There are occasions when Grunder gets carried away in telling the history of a book or manuscript, and readers can almost see him in their mind's eye lifting his fingers from his keyboard to pause for a moment, and then type something similar to the line that he does for Peggy Dow's Vicissitudes Exemplified: "However, the more tedious tome which you are presently reading is supposed to focus on Mormon parallels, so on to business . . ." (1399, ellipsis in original.)

In the process of reading this work, I found myself wishing for two main things: a table of contents listing each entry, and that it were a physical book. The table of contents would serve two purposes; first, it would allow for a more thorough perusal of the work, and secondly, it would provide a shopping list for bibliophiles that could be copied, pasted, and printed out, instead of having to be retyped. Regarding the physical book idea, Grunder anticipated that not all of his readers are as adept at reading from a computer monitor, and some would wish to back-up so expensive a digital object, and has thus provided that each purchaser is licensed to make one back-up digital copy, either on their computer or on a disc (no word on an iPhone app), and also to make a printed copy. Using a print-on-demand service, each purchaser can then have his or her own multi-volume copy to sit down with on a Sunday afternoon.

Alexander Campbell's statement regarding the Book of Mormon discussing "every error and almost every truth discussed in New York" during the 1820s is completely validated by Mormon Parallels. "It really does not matter whether Joseph Smith actually read any specific manuscript or book," Grunder concludes, "because an entire culture is on display. No single one of these writings was essential to the work of Joseph Smith, and this Bibliographic Source hangs upon no individual concept – upon no particular text. It is, rather, the very existence of the Mormon parallels which these sources display – in such great number, distribution, and uncanny resemblance to the literary, doctrinal and social structures which Joseph formed – which may command our attention." (37-38)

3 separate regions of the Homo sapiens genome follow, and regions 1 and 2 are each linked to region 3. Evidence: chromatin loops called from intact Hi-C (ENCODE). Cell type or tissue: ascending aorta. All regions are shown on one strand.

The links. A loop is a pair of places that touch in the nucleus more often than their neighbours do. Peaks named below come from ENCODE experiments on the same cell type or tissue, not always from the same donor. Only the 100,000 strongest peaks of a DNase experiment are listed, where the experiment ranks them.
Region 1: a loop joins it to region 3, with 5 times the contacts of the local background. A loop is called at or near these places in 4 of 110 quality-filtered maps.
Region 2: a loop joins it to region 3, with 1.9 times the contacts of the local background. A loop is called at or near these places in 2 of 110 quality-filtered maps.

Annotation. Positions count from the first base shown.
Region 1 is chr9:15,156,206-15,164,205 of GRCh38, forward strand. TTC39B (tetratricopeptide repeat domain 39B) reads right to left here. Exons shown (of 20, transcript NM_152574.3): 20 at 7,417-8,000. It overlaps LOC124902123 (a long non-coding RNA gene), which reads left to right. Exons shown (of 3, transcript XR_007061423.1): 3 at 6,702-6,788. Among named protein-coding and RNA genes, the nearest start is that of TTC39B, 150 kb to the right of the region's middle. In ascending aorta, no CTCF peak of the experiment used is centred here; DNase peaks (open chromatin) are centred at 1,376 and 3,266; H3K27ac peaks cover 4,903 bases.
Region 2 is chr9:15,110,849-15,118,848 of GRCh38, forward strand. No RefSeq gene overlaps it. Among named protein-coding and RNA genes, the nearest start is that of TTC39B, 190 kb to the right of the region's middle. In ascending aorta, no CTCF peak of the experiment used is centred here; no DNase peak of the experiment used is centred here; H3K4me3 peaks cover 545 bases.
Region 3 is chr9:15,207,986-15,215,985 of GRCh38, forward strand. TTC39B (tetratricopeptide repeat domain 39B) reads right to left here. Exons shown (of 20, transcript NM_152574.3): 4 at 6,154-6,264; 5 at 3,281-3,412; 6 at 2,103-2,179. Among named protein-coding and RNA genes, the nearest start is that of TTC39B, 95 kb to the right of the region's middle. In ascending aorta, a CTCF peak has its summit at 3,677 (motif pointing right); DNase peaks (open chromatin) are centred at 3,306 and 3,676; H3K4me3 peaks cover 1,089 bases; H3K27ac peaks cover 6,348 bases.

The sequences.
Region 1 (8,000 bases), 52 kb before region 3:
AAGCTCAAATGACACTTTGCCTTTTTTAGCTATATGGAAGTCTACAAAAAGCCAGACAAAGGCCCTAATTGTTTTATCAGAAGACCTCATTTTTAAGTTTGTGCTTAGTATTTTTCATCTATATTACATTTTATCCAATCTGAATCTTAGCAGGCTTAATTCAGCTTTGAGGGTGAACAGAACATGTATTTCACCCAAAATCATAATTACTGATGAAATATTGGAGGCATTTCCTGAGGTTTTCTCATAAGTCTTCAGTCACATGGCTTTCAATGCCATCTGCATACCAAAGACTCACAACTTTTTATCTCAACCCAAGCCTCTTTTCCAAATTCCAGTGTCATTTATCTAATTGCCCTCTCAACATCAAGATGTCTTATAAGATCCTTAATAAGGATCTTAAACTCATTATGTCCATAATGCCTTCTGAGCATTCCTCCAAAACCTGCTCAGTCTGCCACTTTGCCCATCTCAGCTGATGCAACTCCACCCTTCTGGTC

Mormon Parallels is so large, so deep, and so thorough, that it becomes nearly impossible to decide what to read first, what to quote, or what to use in a review. A bound copy could help on those Sunday afternoons by letting it flop open to any given page. But taken as a whole, Rick Grunder's magnum opus is always interesting, occasionally wandering, but absolutely amazing. It is one of those rare works that should excite both followers and detractors of Joseph Smith, the Mormon Prophet. Clearly, "'Joseph Smith could not have known,' is no longer a reasonable option." (39)